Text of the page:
Article - Issue 62, March 2015

Politics of engineering

Rt Hon Greg Clark MP, Liam Byrne MP, Dr Julian Huppert MP and Ed Long

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Ingenia invited representatives from the three largest political parties, in advance of the 2015 general election, to tell its readers why engineering is important to them. Here are their responses – in alphabetical order of party.

Conservatives

Rt Hon Greg Clark MP
Minister for Universities, Science and Cities

Dating back to Brunel and beyond, the UK has been a world leader in engineering. Ensuring we have a world-class engineering industry is part of the Conservatives’ long-term economic plan to deliver sustainable growth, create more jobs and help secure a better future for hardworking people and their families. By investing in infrastructure and research, encouraging innovation and nurturing engineering talent, the Conservative Party will ensure the UK’s engineering industry remains one of the world’s best.

In government, we’ve set aside £4.6 billion each year to 2015/16 for home-grown science and engineering infrastructure and research. And we’ve committed £5.9 billion of capital to support scientific distinction up to 2021 – the longest investment pledge to science capital in decades. We want the UK to continue to play a leading role in developing new technologies, and we want the industry to continue to employ thousands of our talented school and university graduates. We’ve funded projects that boast outstanding expertise in engineering to help them achieve even more. Last year, for example, we were delighted to announce £235 million of investment for the Sir Henry Royce Institute for Advanced Materials. A majority Conservative government would continue to invest in engineering, centred on the Science and Innovation Strategy published last year.

Innovation is the lifeblood of engineering, and we’ve taken action to nurture great ideas. Thanks to £1.4 billion of public and private investment over the last five years, we’ve developed a network of seven Catapult centres, where scientists and engineers work side by side on research and development, turning ideas into new products and services to generate growth. Additionally, we’re improving the competitiveness of research and development tax credit schemes and we’ve introduced the patent box to make it easier to protect and profit from new inventions. For companies that need an investment boost to get their ideas up and running, we’ve given over £150 million to the UK Innovation Investment Fund – a venture capital fund that supports technology-based businesses, including in the digital technology, clean technology and advanced manufacturing sectors.

But there’s little use in all this investment if we don’t have the right people with the right problem-solving skills to do the job. That’s why we’re reforming the education system – so that the UK produces the next generation of engineers. In 2014, we launched the ‘Your Life’ campaign to help boost participation in science, technology, engineering and maths (STEM) in schools nationwide. Our goal was to raise the number of A-level maths and physics students by 50% in three years and to double the number of undergraduate degrees taken by women in engineering and technology by 2030. The results so far are encouraging: more than 75,000 young people started apprenticeships in STEM subjects in 2013/14 – that’s an increase of over 40% in just four years.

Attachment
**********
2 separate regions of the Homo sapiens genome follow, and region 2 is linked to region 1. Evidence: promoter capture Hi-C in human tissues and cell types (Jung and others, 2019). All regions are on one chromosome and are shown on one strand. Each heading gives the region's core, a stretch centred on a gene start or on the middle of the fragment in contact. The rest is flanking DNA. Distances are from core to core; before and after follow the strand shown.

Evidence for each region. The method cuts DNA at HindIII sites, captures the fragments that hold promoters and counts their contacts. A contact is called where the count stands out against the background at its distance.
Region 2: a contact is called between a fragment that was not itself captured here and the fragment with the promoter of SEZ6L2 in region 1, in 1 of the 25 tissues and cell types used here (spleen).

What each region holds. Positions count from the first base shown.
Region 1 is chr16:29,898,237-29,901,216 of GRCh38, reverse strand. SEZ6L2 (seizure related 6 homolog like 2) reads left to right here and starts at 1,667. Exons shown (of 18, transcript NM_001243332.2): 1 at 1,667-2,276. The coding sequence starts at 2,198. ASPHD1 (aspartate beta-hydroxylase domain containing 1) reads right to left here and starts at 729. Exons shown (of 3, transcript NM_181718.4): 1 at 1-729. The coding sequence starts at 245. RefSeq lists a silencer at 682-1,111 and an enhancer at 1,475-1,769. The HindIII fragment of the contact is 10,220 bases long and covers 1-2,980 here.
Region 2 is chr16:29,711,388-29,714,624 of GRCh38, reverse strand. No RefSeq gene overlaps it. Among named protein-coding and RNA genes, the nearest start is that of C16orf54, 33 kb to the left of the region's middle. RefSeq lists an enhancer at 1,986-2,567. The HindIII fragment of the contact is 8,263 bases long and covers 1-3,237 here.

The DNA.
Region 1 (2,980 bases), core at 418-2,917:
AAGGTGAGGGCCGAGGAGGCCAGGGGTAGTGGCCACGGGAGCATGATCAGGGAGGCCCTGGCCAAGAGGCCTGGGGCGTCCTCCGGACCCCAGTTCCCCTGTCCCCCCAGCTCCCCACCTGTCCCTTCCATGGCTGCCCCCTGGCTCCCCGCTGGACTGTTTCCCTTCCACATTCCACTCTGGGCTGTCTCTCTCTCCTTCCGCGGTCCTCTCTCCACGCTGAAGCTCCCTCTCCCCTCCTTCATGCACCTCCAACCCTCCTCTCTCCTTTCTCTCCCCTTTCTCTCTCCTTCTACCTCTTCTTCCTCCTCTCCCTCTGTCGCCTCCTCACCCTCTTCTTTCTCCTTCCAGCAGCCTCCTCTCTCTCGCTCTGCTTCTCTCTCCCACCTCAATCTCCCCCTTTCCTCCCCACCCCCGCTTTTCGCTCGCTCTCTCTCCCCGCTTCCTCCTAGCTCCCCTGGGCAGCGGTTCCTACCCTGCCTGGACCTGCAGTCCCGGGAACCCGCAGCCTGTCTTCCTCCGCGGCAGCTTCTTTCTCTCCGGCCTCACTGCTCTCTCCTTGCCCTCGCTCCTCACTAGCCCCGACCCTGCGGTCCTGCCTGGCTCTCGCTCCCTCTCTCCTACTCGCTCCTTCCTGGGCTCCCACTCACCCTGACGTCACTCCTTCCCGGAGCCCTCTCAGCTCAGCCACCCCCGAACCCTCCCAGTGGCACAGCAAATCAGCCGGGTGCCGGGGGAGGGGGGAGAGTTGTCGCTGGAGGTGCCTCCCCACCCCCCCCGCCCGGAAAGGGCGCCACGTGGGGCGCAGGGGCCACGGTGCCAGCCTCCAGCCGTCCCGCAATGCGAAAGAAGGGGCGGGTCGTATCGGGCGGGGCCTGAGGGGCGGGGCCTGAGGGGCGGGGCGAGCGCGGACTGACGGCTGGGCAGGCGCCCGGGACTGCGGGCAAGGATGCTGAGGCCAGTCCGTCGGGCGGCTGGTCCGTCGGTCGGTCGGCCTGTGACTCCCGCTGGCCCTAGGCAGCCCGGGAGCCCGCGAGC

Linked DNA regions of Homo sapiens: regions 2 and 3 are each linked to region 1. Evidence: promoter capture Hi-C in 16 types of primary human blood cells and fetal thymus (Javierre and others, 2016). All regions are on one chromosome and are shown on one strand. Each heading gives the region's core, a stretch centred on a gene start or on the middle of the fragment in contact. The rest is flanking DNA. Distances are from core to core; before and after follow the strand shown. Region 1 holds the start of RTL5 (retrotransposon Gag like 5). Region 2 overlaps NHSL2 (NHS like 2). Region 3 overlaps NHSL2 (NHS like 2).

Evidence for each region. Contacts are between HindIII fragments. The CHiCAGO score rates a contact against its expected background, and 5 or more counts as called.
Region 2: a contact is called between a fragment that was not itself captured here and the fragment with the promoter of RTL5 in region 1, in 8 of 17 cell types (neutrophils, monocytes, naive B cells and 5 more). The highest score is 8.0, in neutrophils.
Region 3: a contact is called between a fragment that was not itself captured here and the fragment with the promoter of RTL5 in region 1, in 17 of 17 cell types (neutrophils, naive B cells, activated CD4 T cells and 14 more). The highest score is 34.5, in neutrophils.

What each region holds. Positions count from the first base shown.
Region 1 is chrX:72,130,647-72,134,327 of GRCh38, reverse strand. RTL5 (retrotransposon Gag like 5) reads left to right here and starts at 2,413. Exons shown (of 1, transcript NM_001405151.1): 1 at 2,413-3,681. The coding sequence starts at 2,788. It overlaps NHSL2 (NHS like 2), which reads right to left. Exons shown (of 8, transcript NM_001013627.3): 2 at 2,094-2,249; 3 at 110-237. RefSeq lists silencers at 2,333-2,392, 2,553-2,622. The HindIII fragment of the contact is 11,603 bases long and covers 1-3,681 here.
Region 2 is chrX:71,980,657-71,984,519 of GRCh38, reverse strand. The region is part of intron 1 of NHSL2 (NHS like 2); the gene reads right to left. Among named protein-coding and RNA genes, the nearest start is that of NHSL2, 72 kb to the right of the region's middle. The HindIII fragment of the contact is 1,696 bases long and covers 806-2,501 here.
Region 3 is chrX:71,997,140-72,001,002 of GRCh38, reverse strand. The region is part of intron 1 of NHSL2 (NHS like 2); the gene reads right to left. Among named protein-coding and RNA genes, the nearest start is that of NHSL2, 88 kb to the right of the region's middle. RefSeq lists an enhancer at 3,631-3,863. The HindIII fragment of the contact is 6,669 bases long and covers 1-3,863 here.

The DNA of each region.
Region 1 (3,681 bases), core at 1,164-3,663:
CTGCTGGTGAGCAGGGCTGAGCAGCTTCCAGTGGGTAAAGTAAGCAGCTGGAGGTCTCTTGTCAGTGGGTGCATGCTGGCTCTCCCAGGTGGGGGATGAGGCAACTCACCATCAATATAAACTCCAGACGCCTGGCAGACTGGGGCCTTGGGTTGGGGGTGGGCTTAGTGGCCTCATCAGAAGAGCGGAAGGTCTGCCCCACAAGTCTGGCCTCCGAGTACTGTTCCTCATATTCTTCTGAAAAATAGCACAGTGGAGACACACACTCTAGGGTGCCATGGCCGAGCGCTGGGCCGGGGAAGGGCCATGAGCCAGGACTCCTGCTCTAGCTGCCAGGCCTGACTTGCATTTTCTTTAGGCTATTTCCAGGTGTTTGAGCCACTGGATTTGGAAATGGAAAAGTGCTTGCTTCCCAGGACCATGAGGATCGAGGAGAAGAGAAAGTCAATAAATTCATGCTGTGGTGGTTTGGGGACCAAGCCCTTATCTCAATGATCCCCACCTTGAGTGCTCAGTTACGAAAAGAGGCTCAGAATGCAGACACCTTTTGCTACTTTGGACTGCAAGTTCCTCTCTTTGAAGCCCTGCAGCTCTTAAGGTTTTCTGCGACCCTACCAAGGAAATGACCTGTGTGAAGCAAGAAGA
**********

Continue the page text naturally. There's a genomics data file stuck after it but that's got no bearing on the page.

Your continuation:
On top of this, by working closely with industry, we’ve provided an extra £400 million for university science departments to develop world-class facilities so the UK can meet the science industry’s demand for highly skilled young people. We’ve linked that funding directly to commitments on equality of opportunity, to ensure that the talent is drawn from the broadest possible pool and that background isn’t an obstacle to success in this highly competitive environment. We’re also giving financial support to part-time engineering students who have previously studied for a degree, and we’re introducing loans of up to £10,000 for young people who want to undertake postgraduate study.

A Conservative government will be committed to investing in engineering because we want to see our strong and worldwide reputation in this hugely important industry continue to go from strength to strength.

Labour

Liam Byrne MP
Shadow Minister for Universities, Science and Skills

Engineering has been at the heart of the UK’s path to prosperity for centuries. That was true in the ages of Matthew Boulton, George Hudson and Isambard Kingdom Brunel, and it’s no less true as we compete in the global economy today. To win in the global race to the top, the UK must put engineering at the heart of its strategy for growth.

Engineering matters because we’re on the threshold of an incredible new age that will present big chances and challenges for the UK. A global middle class is set to reach three billion people. A third of global growth is set to come from China by 2025. Booming sectors such as driverless cars and advanced manufacturing will be worth tens of billions of pounds in just a few years. UK engineering expertise will be key to redesigning this new world.

The jobs of the future will be created by harnessing these mega-trends. However, we can only succeed in meeting the challenges of the 21st century if our engineering base is built on strong foundations.

Those foundations will allow us to build the right kind of recovery: one based on decent, high-pay, high-skill jobs that are essential for growing a bigger knowledge economy.